In the House of Commons on Thursday Mr. Balfour reminded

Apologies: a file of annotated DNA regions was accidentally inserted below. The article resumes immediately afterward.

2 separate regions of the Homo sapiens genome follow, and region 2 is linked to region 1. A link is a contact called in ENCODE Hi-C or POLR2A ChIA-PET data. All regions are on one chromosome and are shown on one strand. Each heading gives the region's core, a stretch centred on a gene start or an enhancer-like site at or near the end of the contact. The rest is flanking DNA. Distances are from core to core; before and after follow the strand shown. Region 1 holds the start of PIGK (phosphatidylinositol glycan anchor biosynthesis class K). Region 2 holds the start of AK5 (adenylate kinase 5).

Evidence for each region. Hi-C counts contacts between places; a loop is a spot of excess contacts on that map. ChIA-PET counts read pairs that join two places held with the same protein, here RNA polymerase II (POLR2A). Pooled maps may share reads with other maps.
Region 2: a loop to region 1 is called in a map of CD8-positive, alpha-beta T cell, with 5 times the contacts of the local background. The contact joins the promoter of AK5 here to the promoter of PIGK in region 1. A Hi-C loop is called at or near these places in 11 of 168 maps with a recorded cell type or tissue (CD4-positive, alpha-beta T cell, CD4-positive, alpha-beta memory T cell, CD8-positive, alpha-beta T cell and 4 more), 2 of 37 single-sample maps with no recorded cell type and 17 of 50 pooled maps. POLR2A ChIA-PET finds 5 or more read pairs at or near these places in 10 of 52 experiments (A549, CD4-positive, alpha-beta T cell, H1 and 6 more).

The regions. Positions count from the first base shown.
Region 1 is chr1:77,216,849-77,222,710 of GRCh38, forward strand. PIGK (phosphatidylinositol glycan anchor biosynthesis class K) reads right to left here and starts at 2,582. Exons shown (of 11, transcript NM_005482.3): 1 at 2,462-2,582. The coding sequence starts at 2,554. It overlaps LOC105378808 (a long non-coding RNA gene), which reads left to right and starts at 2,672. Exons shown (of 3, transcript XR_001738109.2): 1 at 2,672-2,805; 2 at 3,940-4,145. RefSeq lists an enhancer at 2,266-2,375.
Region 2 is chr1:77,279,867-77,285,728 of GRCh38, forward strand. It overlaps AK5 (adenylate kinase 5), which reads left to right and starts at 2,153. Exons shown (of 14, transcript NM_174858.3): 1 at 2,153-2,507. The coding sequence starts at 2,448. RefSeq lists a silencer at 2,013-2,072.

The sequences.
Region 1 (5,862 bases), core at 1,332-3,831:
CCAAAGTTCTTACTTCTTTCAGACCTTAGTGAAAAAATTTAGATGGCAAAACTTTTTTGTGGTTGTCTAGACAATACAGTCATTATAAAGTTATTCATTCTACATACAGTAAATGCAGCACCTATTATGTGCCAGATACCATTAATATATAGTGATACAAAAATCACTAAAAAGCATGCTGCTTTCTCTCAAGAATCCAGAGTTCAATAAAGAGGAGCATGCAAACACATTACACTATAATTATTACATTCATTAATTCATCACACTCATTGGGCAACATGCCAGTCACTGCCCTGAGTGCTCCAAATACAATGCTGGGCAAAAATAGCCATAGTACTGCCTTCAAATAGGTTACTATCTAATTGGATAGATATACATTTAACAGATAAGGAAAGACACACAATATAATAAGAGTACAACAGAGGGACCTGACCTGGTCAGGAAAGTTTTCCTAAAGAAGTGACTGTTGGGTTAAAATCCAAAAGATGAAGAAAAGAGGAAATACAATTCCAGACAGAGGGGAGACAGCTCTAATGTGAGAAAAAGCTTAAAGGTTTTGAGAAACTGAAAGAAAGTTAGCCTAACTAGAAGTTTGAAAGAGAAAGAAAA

the House that the changed atmosphere of the discussions did not mean that the House was agreed. "No, Sir, it means that we are frightened." That, of course, is perfectly true, and it is well to remember it; but we are sure Mr. Balfour would agree with us that it is better to be frightened into prudence than to be so insensitive to the realities of a situation as to have no fear. Throughout life we have often to adopt courses of action, not because we think they are the beat in themselves, but because we are frightened of worse things happening. Mr. Balfour, we are glad to say, reaffirmed as strongly as ever his faith in the Union, and his belief that there never was a worse policy than what is called Home Rule for Ireland, nor a worse way of carrying out that unfortunate policy than the present Bill. To these general propositions we give our absolute assent. As to Home Rule, nothing would give security for peace except the Exclusion of Ulster. As to Federalism, he had never been a believer in cutting up the United Kingdom, but still, if some form of Devolution could solve the problem, he would not stand in the way—a sentence which, we may say, also exactly expresses our own view.